I see the weight claim often from people who have changed or consider changing, as well as in marketing of mirrorless cameras. However, many will deny it when confronted with the facts, either the facts or the reason for changing. The only roads to lighter gear are smaller sensors and/or smaller apertures. Mirrorless does have an advantage when using smaller sensors though; the fact that the size of the viewfinder is independent of the sensor size.I don't know the source of this generalisation but these points are the least important for me. I did change part of my kit to mirrorless for the short flange distance allowing to adapt many different lenses and the possibility of a magnified view through the viewfinder. The reduced weight/size is only a benefit if you choose the right bodies and lenses (as your table shows) :lecture:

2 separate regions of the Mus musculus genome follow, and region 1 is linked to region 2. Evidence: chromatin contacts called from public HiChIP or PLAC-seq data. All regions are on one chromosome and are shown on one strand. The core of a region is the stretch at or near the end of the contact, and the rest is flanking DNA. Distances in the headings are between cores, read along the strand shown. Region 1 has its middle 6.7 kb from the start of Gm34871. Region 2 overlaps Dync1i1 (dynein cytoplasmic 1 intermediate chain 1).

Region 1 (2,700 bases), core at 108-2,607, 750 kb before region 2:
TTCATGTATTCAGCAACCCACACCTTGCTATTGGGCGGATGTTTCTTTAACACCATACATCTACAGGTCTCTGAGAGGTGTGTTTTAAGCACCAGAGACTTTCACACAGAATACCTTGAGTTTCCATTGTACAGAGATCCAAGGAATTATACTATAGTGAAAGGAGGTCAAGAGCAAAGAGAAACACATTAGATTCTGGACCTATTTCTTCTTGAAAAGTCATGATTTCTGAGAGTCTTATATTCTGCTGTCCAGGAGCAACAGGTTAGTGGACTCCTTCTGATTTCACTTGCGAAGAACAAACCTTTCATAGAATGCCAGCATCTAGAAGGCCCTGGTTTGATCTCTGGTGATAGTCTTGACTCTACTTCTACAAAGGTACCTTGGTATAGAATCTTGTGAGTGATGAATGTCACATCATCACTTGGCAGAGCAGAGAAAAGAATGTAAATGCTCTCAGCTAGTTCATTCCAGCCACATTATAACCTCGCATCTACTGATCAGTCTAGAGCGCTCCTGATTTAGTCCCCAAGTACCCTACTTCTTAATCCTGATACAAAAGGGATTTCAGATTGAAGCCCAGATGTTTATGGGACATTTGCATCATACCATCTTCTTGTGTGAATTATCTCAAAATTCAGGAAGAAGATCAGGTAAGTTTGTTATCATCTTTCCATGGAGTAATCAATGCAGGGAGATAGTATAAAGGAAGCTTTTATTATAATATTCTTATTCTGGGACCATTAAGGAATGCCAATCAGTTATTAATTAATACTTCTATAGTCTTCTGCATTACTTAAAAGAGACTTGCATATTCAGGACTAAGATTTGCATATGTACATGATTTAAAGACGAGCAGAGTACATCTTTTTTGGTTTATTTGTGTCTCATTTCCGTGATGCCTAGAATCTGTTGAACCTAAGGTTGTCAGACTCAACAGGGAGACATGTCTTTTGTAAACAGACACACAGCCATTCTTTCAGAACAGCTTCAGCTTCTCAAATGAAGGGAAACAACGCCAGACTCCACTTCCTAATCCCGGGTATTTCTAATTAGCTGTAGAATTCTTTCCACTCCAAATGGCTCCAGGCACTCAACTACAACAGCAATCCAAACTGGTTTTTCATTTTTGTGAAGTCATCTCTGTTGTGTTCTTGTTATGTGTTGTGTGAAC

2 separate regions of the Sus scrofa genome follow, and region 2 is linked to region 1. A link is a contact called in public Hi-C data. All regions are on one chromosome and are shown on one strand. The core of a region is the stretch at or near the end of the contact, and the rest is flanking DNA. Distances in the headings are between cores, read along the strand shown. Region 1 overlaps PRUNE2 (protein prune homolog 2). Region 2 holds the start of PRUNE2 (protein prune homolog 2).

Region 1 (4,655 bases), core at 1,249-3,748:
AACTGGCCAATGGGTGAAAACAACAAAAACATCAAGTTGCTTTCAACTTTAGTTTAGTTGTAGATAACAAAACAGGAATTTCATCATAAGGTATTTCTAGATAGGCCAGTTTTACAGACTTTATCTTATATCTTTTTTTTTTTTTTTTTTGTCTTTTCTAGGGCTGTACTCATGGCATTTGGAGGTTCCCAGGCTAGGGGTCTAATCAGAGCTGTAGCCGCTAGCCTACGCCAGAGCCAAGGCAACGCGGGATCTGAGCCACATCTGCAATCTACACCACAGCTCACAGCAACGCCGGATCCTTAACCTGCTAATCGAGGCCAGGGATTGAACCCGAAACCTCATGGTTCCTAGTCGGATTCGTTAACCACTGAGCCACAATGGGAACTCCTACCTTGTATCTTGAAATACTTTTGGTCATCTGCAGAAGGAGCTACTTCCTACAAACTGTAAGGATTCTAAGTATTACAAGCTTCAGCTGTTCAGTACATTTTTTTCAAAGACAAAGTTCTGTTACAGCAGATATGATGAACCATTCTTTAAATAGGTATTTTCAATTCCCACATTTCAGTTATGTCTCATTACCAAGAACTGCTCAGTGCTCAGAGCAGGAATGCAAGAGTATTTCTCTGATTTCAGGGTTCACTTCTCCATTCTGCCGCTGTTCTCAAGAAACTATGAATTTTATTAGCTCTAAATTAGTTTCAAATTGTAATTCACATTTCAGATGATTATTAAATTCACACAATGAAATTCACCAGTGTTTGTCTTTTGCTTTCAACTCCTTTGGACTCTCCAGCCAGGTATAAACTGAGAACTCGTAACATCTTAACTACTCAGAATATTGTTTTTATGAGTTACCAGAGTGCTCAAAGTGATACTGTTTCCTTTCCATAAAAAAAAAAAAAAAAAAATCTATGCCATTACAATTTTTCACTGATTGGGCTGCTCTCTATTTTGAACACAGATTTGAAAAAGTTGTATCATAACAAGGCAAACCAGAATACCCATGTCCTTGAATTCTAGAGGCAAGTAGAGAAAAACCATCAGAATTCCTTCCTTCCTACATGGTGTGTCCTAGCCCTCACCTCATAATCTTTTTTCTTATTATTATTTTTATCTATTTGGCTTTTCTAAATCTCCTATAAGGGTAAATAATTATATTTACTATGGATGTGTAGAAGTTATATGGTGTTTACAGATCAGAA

The adapted lens thing is only valid for a small group of enthusiasts. Most people use native lenses for the system they've bought into. Most don't even know that they can adapt lenses, lenses with full functionality, like F-mount lenses on Nikon mirrorless included. I've had that discussion wiyth converts a few times lately.
There is of course a size advantage with mirrorless, since the shape of the camera isn't dictated by the mirror box, and I understand that many like the "always bright" viewfinder. Me? My liking for the original way of looking through a viewfinder, using optics rather than electronics, is gaining strength though. I don't care if the EVFs will probably be as good as OVFs in 5 years or 10 years or 20. If they are, fine, but in the meantime, I'll enjoy mirrors and lenses and cameras that say click clack.